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Xabi interview


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This is an interview with Xabi from today's Publico. The journalist was Enrique Marin. The translation might not be exact in places, but I've done my best.



It’s easy to have a conversation with Xabi Alonso. He speaks in the same unhurried manner that he plays football, choosing his words with the same precision that he chooses his passes. The transition between question and reply happens at a stroke. He says what he thinks, but never speaks without thinking about what he’s going to say. That he can express himself so easily gives away his love of reading. He inherited and learnt the job of being a footballer from his father, the great Periko, but his performances with the ball and his capacity for reading the game have enabled him to superpass his father, who was more football engine than brain. Both wore number 4 for Real Sociedad, the team they love, although Xabi has ended up making himself great whilst wearing the number 14 of Liverpool.


His position in the Liverpool team is finally undisputed, but his future is an unknown that not even he dares to clear up. Last summer Rafa Benitez put him up for sale. First Juve, and then Arsenal, came in for him. But they didn’t offer enough and in the end there was no deal for a move and Benitez had to swallow his unfathomable desire to see Alonso far from Anfield. It makes no difference that the midfielder from Guipúzcoa is enjoying an incredible season and that Benitez has offered him a new contract. In the summer Xabi will be on the market again and maybe this time his departure will become a reality.


Would I be right in saying that I’m here with the best Xabi Alonso?


I don’t know if it’s the best, but with Liverpool and the national team things are going very well and I’m benefitting from that. My objective is to improve.


Runner-up in the league with Real Sociedad, European champion with Liverpool and with Spain – did you ever dream of winning so much and so quickly at that?


I saw those things as so distant and difficult that I never believed that I would achieve them. Right now I’m happy with what the things I’ve achieved, but I’m not satisfied. I want more.


You left Real Socidedad and since then your rise has been inversely proportionate with their fall. Was your departure inevitable?


I don’t know if you could say inevitable, but with the way things were then I think it was the best moment, both for me and for the club. Make the jump to Liverpool suited me very well.


In what areas of your game have you improved in the last few years and do you think there is still room for improvement?


My understanding of the game has improved and I’m better at knowing what the team needs at any particular moment. In the position I play that’s something very important; the ability to increase the rhythm of the game or slow it down, to know best how to deploy yourself… basically, to give things balance. Improvements? Everything could be better, especially tactically.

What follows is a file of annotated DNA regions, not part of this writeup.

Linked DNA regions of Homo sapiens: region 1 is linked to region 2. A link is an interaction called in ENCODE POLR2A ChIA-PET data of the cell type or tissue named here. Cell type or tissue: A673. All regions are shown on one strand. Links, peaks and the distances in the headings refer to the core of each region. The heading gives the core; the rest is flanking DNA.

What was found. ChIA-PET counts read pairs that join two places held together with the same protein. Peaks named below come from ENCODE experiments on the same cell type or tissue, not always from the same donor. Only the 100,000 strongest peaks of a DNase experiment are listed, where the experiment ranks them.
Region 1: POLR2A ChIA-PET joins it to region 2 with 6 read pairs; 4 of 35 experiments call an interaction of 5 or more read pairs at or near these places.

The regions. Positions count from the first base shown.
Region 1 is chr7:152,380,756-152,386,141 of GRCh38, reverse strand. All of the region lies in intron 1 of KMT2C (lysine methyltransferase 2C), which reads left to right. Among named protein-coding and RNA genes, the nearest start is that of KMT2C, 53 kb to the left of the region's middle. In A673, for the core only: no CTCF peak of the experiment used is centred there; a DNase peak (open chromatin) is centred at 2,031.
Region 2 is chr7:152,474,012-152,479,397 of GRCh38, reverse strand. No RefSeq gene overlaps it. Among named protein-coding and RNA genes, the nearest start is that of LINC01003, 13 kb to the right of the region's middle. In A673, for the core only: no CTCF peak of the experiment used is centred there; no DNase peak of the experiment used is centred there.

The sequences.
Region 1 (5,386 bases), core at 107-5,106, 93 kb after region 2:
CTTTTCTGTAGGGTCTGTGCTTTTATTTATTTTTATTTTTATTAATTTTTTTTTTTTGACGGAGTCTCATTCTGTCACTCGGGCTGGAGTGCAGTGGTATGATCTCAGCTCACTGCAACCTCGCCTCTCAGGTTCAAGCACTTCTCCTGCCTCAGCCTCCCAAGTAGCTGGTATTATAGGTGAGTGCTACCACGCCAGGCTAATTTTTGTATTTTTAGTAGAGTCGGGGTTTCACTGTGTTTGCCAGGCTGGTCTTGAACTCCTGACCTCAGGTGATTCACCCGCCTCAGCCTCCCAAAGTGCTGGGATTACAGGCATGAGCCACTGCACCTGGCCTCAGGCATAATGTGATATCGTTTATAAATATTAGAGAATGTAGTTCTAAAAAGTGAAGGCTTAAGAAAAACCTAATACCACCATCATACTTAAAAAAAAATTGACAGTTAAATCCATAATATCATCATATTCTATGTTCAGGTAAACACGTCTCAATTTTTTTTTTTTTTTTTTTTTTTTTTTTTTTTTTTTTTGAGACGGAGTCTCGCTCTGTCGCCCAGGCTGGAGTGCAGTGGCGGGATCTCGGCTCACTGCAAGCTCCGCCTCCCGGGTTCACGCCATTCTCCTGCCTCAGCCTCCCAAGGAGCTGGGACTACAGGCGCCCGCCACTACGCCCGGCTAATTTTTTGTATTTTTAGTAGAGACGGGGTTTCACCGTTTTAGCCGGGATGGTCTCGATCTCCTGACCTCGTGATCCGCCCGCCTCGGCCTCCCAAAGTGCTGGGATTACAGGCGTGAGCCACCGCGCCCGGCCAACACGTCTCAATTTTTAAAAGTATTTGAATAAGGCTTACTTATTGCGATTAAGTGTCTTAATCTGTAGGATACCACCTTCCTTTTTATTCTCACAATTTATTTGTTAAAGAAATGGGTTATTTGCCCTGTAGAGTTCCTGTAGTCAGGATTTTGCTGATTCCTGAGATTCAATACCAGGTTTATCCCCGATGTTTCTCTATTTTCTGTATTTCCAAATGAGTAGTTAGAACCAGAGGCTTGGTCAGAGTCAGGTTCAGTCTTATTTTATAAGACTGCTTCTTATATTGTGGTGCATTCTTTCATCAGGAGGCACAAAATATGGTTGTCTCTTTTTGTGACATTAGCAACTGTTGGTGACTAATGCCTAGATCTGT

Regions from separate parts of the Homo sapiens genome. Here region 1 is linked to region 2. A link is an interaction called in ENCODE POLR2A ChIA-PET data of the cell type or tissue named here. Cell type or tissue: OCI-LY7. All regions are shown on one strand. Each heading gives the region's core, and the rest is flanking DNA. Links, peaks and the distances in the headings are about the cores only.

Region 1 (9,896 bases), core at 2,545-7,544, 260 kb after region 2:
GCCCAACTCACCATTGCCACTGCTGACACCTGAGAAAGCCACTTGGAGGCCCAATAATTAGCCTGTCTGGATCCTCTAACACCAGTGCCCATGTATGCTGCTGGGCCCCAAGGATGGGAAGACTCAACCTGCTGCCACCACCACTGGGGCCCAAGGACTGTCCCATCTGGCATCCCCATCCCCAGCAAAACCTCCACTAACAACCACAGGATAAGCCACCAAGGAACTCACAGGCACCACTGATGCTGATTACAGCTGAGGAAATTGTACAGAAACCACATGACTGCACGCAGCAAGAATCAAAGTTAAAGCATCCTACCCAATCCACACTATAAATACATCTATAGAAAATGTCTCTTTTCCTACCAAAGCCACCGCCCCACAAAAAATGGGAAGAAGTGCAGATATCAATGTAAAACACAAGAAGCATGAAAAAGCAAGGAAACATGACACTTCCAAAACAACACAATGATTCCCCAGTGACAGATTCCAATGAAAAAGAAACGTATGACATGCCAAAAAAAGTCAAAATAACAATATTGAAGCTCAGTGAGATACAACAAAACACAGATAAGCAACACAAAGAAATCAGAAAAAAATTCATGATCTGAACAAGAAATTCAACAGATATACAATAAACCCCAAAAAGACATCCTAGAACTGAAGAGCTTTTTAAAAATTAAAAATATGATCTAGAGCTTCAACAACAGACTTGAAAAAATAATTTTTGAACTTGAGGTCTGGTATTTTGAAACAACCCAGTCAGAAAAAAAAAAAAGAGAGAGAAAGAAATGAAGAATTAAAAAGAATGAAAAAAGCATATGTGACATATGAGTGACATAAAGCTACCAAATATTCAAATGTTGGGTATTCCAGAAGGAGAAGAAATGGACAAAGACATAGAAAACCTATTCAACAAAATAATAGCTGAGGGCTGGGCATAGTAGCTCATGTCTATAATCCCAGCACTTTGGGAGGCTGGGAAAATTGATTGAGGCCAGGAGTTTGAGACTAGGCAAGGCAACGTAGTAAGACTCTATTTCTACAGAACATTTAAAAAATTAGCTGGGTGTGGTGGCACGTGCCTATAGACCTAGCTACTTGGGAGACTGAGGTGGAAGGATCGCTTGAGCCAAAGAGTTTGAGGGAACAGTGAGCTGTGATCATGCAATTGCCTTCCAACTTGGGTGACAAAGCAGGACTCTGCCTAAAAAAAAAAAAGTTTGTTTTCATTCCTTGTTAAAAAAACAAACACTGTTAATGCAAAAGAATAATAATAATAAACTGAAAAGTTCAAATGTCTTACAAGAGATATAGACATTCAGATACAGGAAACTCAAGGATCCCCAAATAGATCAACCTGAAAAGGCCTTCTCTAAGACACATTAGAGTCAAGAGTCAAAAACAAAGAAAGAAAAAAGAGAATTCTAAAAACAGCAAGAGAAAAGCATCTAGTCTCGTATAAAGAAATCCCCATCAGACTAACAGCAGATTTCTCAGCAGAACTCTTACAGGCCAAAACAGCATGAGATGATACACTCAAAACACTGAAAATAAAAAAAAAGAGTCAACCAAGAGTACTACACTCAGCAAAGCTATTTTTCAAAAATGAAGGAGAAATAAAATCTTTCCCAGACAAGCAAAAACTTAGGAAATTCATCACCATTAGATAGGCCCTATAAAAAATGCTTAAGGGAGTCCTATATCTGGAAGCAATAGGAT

But at times isn’t there the temptation to play more selfishly and go for personal glory?


I don’t think I’m the kind of player who can turn a game on his own, who looks for one on ones. My role is for the ball to be at my feet for a short a time as possible. I try to give my team mates solutions, to make sure the ball keeps moving. That’s what’s important in my position.


Watching you play it can seem like you have the game mapped out in your head. Do you have some type of internal GPS?


In my position the most important thing is that the team functions well. That if you play well it’s the team that benefits. And when that happens, I’m contributing. Being a central midfielder and having to intervene in both attack and defence, you have to know how to manage both tempos.


However, you also seem to enjoy prowling around the edge of the area.


You have to know where you are on the pitch and of you’re in a good position and have a good chance to shoot, then you have to make the most of it. Just as someone on the wing who’s in a good position has to look for the one on one, if you’re around the front of the area you have to look for a shot on goal.


Don’t you think that it has taken people too long to recognise your worth, and that now, in contrast, whatever you do is praised?


The most important thing is that I’ve never doubted myself and I’ve always trusted in what I can bring to my team. With the team mates and trainers I’ve worked with, I’ve always felt that was recognized – in the end that’s what you have to value. External praise always has to be kept at a distance.

Do you think that Del Bosque has more confidence in you than Aragones did and that from now on you’ll be a regular started for Spain?


This is a different stage and the transition has been comfortable for everyone. With Vicente I am very happy and, because of the way he sees football, I’m getting a lot of time on the pitch. But the important thing is that the team keeps functioning at the same level. Individually, the more you’re involved, the better. There are some specific times I’m very grateful to Luis for. He trusted in the group and the work he did was very important.


Do you think that Mascherano and Senna are similar?


Yes, they have similar qualities. They’re strong and difficult to beat in a one on one. They’re both comfortable playing the ball short. Marcos probably has more long passes. I think I work well with both of them when we’re paired together.


However in the national team you don’t seem as comfortable not playing as part of a double pivot? Do you not see yourself as the sole support?


Yes and in fact I’ve played there alone in several games. You have to know how to play, dependent on the who you have playing around you. When I play with Marcos, I know that I can hold my position and he can push up if he sits back I have more freedom to push forward. In contrast, when you are the player giving balance, you know that Xavi, Iniesta, Cazorla, Silva or Cesc can push up the pitch more and it’s always your role to hold your position.


Which young player do you think would stand out in your position?